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  1. #1
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    Its not about the bike...

    Hi all. I'm hopping over from the roadie forum as I'm looking at picking up a cyclocross bike and trying my hand at some cross riding, but I have a question for you experienced crossers.

    Just as roadies always mention budgeting for the ancillary items (pedals, helmet,decent shorts, etc.) during a road bike purchase, what would be prudent for me to budget for in this initial purchase. I'm already accounting for the standard items: pedals, saddle, etc.

    But what do some of you veteran cross folks find as key to riding cross that newbie riders would be wise to pick up/budget for?
    2008 Redline Conquest Pro, SRAM Rival 10-spd
    2007 Bianchi Pista 59cm, Stock parts.
    2000 Trek 5200, 60cm, Campy Centaur/Chorus 10-spd.
    1997 Specialized Allez Sport, 58 cm, Franken-Campy 10-spd.

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    Tubular wheels and tires.

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    Why tubies? Superior performance? Resistance to punctures and ability to run lower pressures for a better ride quality?

    Reason I ask is that on the road, at least, most tire tests show clinchers these days to be comparable, if not superior in some cases, to the sew-ups.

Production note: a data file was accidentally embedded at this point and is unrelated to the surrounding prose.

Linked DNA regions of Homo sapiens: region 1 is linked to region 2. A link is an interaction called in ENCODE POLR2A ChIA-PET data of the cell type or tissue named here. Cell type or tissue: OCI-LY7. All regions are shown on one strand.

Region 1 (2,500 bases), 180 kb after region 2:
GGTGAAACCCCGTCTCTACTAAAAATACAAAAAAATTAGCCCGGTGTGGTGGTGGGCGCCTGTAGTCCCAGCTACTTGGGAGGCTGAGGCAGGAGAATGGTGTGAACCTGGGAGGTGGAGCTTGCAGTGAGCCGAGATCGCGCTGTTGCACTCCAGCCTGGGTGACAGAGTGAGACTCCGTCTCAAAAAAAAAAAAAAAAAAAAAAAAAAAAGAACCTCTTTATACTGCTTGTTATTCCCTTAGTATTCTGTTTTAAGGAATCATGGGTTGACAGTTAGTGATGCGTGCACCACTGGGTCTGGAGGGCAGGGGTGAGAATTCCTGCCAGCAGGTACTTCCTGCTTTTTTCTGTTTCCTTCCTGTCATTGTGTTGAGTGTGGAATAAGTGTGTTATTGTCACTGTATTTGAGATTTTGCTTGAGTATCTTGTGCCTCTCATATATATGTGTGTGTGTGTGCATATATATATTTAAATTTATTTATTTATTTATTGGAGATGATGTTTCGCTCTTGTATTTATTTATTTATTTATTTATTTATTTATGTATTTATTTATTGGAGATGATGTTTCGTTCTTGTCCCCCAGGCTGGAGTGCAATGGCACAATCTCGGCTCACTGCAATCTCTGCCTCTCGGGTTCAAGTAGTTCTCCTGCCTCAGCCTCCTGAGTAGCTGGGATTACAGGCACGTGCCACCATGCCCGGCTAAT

2008 Redline Conquest Pro, SRAM Rival 10-spd
    2007 Bianchi Pista 59cm, Stock parts.
    2000 Trek 5200, 60cm, Campy Centaur/Chorus 10-spd.
    1997 Specialized Allez Sport, 58 cm, Franken-Campy 10-spd.

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    Being able to run low pressures without pinch-flatting or rolling the tire. Lower pressure means lower rolling resistance on grass and dirt.

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    Tires to match the courses
    Wheel upgrades
    Brake upgrades
    MTB pedals
    MTB shoes
    $ put away to replace broken shifters, RD's, RD hanger, etc. Things break and wear out...

  6. #6
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    Even if not tubulars, replacement tires. CX tires (at least the knobbies) wear relatively fast. (If I get 500 miles on a Hutchinson Bulldog rear tire, I have done extremely well.)

  7. #7